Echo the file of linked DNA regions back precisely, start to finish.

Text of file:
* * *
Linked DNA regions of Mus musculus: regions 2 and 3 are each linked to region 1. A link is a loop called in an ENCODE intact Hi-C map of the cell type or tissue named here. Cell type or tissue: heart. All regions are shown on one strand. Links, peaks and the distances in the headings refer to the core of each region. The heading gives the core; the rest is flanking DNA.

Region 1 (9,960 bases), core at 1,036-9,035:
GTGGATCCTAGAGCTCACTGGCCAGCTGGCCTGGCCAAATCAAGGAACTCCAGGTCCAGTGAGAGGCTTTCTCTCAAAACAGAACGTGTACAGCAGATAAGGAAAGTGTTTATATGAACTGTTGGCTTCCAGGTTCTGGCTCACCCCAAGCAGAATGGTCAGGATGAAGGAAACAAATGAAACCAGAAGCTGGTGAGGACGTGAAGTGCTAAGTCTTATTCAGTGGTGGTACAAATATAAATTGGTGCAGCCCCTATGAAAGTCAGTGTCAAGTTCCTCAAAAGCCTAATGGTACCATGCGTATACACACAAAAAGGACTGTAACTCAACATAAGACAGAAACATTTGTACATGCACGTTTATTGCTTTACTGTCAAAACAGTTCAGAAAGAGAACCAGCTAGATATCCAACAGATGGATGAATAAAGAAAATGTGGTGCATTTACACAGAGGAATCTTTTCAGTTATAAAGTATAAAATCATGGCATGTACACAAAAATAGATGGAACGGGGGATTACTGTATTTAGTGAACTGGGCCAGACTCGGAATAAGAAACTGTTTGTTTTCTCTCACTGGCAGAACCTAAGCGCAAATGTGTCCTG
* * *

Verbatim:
Linked DNA regions of Mus musculus: regions 2 and 3 are each linked to region 1. A link is a loop called in an ENCODE intact Hi-C map of the cell type or tissue named here. Cell type or tissue: heart. All regions are shown on one strand. Links, peaks and the distances in the headings refer to the core of each region. The heading gives the core; the rest is flanking DNA.

Region 1 (9,960 bases), core at 1,036-9,035:
GTGGATCCTAGAGCTCACTGGCCAGCTGGCCTGGCCAAATCAAGGAACTCCAGGTCCAGTGAGAGGCTTTCTCTCAAAACAGAACGTGTACAGCAGATAAGGAAAGTGTTTATATGAACTGTTGGCTTCCAGGTTCTGGCTCACCCCAAGCAGAATGGTCAGGATGAAGGAAACAAATGAAACCAGAAGCTGGTGAGGACGTGAAGTGCTAAGTCTTATTCAGTGGTGGTACAAATATAAATTGGTGCAGCCCCTATGAAAGTCAGTGTCAAGTTCCTCAAAAGCCTAATGGTACCATGCGTATACACACAAAAAGGACTGTAACTCAACATAAGACAGAAACATTTGTACATGCACGTTTATTGCTTTACTGTCAAAACAGTTCAGAAAGAGAACCAGCTAGATATCCAACAGATGGATGAATAAAGAAAATGTGGTGCATTTACACAGAGGAATCTTTTCAGTTATAAAGTATAAAATCATGGCATGTACACAAAAATAGATGGAACGGGGGATTACTGTATTTAGTGAACTGGGCCAGACTCGGAATAAGAAACTGTTTGTTTTCTCTCACTGGCAGAACCTAAGCGCAAATGTGTCCTG